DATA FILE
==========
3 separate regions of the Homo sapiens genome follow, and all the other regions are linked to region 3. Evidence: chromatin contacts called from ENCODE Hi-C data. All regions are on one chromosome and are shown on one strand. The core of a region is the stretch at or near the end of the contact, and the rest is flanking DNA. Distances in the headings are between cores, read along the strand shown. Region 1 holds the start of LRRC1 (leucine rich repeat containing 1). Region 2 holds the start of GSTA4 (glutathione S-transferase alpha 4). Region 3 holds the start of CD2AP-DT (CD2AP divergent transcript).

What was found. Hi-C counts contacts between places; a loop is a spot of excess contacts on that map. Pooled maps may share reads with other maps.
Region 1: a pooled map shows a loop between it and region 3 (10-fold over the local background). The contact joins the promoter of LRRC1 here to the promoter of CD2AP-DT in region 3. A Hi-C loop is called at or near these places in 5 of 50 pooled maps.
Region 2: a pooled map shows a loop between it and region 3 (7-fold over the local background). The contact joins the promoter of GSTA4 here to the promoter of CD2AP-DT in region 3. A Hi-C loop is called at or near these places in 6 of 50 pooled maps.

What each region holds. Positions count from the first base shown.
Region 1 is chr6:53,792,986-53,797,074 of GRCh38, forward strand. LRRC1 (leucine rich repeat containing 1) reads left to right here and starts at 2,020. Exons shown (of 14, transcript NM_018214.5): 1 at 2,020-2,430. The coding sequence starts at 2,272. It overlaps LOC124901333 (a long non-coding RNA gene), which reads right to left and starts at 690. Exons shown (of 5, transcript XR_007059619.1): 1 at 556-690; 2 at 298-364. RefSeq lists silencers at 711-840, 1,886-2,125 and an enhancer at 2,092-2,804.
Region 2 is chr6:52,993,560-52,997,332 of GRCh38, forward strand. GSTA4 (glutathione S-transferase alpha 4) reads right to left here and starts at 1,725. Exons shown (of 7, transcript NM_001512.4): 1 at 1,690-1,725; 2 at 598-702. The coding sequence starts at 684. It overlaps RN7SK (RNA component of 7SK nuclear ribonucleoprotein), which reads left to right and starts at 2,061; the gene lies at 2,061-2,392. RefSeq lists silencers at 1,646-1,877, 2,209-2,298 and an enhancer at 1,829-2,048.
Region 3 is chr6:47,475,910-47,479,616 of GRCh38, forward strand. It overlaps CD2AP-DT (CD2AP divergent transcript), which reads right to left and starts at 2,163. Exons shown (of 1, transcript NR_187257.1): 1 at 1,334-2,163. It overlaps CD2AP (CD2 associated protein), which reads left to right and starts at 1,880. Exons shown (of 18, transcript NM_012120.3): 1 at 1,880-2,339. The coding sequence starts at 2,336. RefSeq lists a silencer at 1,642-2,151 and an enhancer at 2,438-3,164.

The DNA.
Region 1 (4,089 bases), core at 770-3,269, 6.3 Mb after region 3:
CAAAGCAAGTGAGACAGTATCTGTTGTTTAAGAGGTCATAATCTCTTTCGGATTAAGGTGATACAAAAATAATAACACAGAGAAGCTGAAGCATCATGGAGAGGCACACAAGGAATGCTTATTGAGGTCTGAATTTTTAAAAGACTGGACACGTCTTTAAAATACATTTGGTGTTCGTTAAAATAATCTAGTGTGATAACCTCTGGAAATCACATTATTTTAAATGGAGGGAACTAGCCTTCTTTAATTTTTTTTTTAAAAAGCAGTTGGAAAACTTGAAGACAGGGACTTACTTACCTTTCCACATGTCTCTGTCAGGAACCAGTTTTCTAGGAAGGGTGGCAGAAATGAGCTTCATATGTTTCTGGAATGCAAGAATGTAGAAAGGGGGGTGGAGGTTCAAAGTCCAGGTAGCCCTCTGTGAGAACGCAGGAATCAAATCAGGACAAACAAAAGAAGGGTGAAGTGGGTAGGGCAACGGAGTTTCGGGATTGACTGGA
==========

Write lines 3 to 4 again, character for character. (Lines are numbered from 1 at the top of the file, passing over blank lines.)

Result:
Region 1: a pooled map shows a loop between it and region 3 (10-fold over the local background). The contact joins the promoter of LRRC1 here to the promoter of CD2AP-DT in region 3. A Hi-C loop is called at or near these places in 5 of 50 pooled maps.
Region 2: a pooled map shows a loop between it and region 3 (7-fold over the local background). The contact joins the promoter of GSTA4 here to the promoter of CD2AP-DT in region 3. A Hi-C loop is called at or near these places in 6 of 50 pooled maps.